Data driven performance: managing the geographic spread of modern teams

How F1 constructors successfully manage large teams and how remote working was already ingrained into their operations, well before the pandemic

Imagine if your office moved to a different location every week, but you were also expected to work more than half the weekends of the year. Sounds chaotic? Welcome to the world of Formula 1. This globe-spanning motorsport relies heavily on remote working and the seamless integration of geographically spread-out teams – and did so long before covid arrived on the scene. It offers businesses an interesting insight into what is possible with remote working in the modern world.

First and foremost, Formula 1 represents an immense logistical feat. The teams are large, between 300 and 1,800 people, each contributing their expertise to the single aim of winning races. Yet it's not just about those present at the racetracks. While the ‘travelling team’ may get the glitz, glamour, and glory, there is an immense and extended ‘factory team’ back at home. For a Formula 1 team to succeed, just as much depends on those working tirelessly behind the scenes, remote from the action.

For instance, during race weekends, engineers back at base could be running an array of simulations and reporting back in real time to the race team on the other side of the globe. This real-time, data-driven, remote input into race strategy is, maybe surprisingly, a long-standing practice in the sport.

McLaren’s first Operations Room was created in the early 2000s by Neil Martin. As he was unable to write software at the pace required for new features while travelling with the team, he established a functionally active ‘headquarters team’. This eventually grew into a more established and comprehensive engineering support Operations Room.

For a Formula 1 team, the trackside set-up may consist of full office capabilities with direct connectivity back to headquarters and around 150 additional people, all for a four-day race weekend. One of the most captivating examples of this approach was showcased in 2005 at the Monaco Grand Prix.

Neil Martin, McLaren’s Chief Strategist at the time, sent an email from Woking, advising not to pit Kimi Räikkönen even as his nearest competitors had already done so. On the surface, it appeared to be a strategic blunder. However, Neil’s foresight turned out to be decisive, with Kimi clawing a substantial 34.7-second lead by the time he pitted on lap 42. This remote and counterintuitive input, supported by Neil’s simulations back at base, played a pivotal role in Kimi clinching the first-place finish at F1’s most famous circuit.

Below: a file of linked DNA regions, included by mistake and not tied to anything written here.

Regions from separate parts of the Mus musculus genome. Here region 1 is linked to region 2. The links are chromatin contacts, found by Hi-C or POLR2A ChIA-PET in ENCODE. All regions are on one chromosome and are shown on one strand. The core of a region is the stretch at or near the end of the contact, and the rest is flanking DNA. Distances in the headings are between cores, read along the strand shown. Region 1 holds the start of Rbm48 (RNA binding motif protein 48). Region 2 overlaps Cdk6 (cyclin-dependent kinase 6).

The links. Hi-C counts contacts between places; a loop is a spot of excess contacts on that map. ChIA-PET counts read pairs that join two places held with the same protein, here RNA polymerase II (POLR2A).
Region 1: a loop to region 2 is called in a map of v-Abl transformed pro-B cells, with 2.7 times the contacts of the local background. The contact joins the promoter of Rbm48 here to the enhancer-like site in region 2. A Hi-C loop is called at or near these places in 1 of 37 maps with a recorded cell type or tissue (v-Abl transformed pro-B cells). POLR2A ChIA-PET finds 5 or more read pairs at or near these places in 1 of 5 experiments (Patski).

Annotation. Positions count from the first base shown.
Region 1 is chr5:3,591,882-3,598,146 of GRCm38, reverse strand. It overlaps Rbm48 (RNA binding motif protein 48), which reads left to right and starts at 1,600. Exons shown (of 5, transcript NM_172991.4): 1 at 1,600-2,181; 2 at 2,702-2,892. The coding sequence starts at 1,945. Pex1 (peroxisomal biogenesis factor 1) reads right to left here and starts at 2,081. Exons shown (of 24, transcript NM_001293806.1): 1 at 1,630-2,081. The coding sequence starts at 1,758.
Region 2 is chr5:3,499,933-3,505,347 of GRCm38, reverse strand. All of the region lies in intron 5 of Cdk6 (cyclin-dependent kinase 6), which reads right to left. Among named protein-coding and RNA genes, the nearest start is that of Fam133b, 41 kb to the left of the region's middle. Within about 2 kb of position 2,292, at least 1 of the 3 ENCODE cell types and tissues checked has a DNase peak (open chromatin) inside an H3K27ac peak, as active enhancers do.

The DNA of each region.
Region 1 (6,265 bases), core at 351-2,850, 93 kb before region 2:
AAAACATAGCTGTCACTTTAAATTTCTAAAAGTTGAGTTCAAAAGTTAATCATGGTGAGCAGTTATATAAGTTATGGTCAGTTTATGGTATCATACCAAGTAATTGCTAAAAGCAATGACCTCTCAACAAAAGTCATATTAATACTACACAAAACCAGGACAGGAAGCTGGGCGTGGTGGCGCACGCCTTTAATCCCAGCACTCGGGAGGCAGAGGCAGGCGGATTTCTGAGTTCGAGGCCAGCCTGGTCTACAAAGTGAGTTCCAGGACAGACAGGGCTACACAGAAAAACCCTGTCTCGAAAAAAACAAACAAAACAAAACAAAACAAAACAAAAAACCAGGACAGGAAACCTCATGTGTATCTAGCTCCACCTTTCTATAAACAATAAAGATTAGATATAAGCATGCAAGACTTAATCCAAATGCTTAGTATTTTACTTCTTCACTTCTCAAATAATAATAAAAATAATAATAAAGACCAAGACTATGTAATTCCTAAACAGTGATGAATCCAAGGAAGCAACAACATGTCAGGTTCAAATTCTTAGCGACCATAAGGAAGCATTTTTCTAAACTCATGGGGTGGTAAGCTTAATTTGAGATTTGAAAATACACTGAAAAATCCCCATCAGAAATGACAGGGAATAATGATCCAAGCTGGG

As many of us know, managing remote teams is not without its challenges, but Formula 1 illustrates the opportunities. While it is not necessary to have the entire team trackside, remote home-side expertise is vital to success. The ability to manage remote resources in high-pressure scenarios with a spread of different capabilities is certainly complex, but examples like this highlight the potential of remote working – harnessing talent from across the globe to deliver a competitive edge. There is also the sustainability aspect, removing the carbon load of taking 40-50 engineers and all required equipment to each race location. We must also recognise the recruitment benefits, there are many valid reasons why someone might not want to travel as much as the F1 season demands, allowing team members to operate from their HQ only increases the talent pool. 

The success of Formula 1 teams in managing remote and geographically spread-out teams offers valuable insights for businesses adapting to the growing trend of remote and flexible working. It demonstrates that with effective communication, the right technology, and a shared vision, physical distance need not be a barrier to achieving collective goals. The onus is on organisations to adapt, working flexibly with their team to leverage strengths and time zones to make the most of new opportunities in the modern, globalised world.

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